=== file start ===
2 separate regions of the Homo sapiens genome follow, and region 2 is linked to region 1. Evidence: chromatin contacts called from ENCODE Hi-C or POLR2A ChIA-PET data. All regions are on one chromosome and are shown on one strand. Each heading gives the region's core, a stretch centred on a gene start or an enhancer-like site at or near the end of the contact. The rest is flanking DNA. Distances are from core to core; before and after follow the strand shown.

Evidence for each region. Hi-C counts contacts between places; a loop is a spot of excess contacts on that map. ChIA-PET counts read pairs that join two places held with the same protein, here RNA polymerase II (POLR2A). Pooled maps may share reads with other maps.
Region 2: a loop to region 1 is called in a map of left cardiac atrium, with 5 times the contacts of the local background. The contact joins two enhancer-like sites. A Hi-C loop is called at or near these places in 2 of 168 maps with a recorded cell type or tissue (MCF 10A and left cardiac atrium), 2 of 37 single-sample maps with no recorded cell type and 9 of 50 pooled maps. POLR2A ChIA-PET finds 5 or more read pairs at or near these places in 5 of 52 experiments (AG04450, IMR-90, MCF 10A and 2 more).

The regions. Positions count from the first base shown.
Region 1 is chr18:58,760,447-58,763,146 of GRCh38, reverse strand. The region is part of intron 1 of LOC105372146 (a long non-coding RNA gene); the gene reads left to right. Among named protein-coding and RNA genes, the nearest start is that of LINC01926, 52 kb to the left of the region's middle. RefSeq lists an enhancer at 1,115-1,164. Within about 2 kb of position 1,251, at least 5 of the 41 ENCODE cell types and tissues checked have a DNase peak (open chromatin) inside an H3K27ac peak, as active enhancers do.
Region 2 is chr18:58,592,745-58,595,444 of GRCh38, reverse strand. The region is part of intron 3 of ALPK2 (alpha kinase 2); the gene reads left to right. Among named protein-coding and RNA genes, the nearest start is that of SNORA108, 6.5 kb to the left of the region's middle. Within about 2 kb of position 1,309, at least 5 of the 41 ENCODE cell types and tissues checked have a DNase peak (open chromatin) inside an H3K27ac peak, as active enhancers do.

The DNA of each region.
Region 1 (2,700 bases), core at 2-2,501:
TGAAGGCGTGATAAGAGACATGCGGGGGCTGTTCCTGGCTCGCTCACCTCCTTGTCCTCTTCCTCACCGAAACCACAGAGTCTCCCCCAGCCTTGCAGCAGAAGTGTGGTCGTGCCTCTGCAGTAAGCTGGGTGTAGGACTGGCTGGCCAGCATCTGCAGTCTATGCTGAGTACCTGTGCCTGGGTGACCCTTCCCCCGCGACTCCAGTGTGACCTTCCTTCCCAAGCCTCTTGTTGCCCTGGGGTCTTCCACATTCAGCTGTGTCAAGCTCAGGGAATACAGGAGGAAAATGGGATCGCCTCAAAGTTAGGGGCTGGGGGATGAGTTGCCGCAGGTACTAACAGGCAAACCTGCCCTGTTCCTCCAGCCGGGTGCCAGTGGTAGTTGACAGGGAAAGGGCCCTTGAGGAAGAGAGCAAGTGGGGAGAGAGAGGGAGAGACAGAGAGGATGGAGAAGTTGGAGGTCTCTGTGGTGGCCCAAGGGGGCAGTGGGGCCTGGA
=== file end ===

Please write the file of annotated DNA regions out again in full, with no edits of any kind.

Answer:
2 separate regions of the Homo sapiens genome follow, and region 2 is linked to region 1. Evidence: chromatin contacts called from ENCODE Hi-C or POLR2A ChIA-PET data. All regions are on one chromosome and are shown on one strand. Each heading gives the region's core, a stretch centred on a gene start or an enhancer-like site at or near the end of the contact. The rest is flanking DNA. Distances are from core to core; before and after follow the strand shown.

Evidence for each region. Hi-C counts contacts between places; a loop is a spot of excess contacts on that map. ChIA-PET counts read pairs that join two places held with the same protein, here RNA polymerase II (POLR2A). Pooled maps may share reads with other maps.
Region 2: a loop to region 1 is called in a map of left cardiac atrium, with 5 times the contacts of the local background. The contact joins two enhancer-like sites. A Hi-C loop is called at or near these places in 2 of 168 maps with a recorded cell type or tissue (MCF 10A and left cardiac atrium), 2 of 37 single-sample maps with no recorded cell type and 9 of 50 pooled maps. POLR2A ChIA-PET finds 5 or more read pairs at or near these places in 5 of 52 experiments (AG04450, IMR-90, MCF 10A and 2 more).

The regions. Positions count from the first base shown.
Region 1 is chr18:58,760,447-58,763,146 of GRCh38, reverse strand. The region is part of intron 1 of LOC105372146 (a long non-coding RNA gene); the gene reads left to right. Among named protein-coding and RNA genes, the nearest start is that of LINC01926, 52 kb to the left of the region's middle. RefSeq lists an enhancer at 1,115-1,164. Within about 2 kb of position 1,251, at least 5 of the 41 ENCODE cell types and tissues checked have a DNase peak (open chromatin) inside an H3K27ac peak, as active enhancers do.
Region 2 is chr18:58,592,745-58,595,444 of GRCh38, reverse strand. The region is part of intron 3 of ALPK2 (alpha kinase 2); the gene reads left to right. Among named protein-coding and RNA genes, the nearest start is that of SNORA108, 6.5 kb to the left of the region's middle. Within about 2 kb of position 1,309, at least 5 of the 41 ENCODE cell types and tissues checked have a DNase peak (open chromatin) inside an H3K27ac peak, as active enhancers do.

The DNA of each region.
Region 1 (2,700 bases), core at 2-2,501:
TGAAGGCGTGATAAGAGACATGCGGGGGCTGTTCCTGGCTCGCTCACCTCCTTGTCCTCTTCCTCACCGAAACCACAGAGTCTCCCCCAGCCTTGCAGCAGAAGTGTGGTCGTGCCTCTGCAGTAAGCTGGGTGTAGGACTGGCTGGCCAGCATCTGCAGTCTATGCTGAGTACCTGTGCCTGGGTGACCCTTCCCCCGCGACTCCAGTGTGACCTTCCTTCCCAAGCCTCTTGTTGCCCTGGGGTCTTCCACATTCAGCTGTGTCAAGCTCAGGGAATACAGGAGGAAAATGGGATCGCCTCAAAGTTAGGGGCTGGGGGATGAGTTGCCGCAGGTACTAACAGGCAAACCTGCCCTGTTCCTCCAGCCGGGTGCCAGTGGTAGTTGACAGGGAAAGGGCCCTTGAGGAAGAGAGCAAGTGGGGAGAGAGAGGGAGAGACAGAGAGGATGGAGAAGTTGGAGGTCTCTGTGGTGGCCCAAGGGGGCAGTGGGGCCTGGA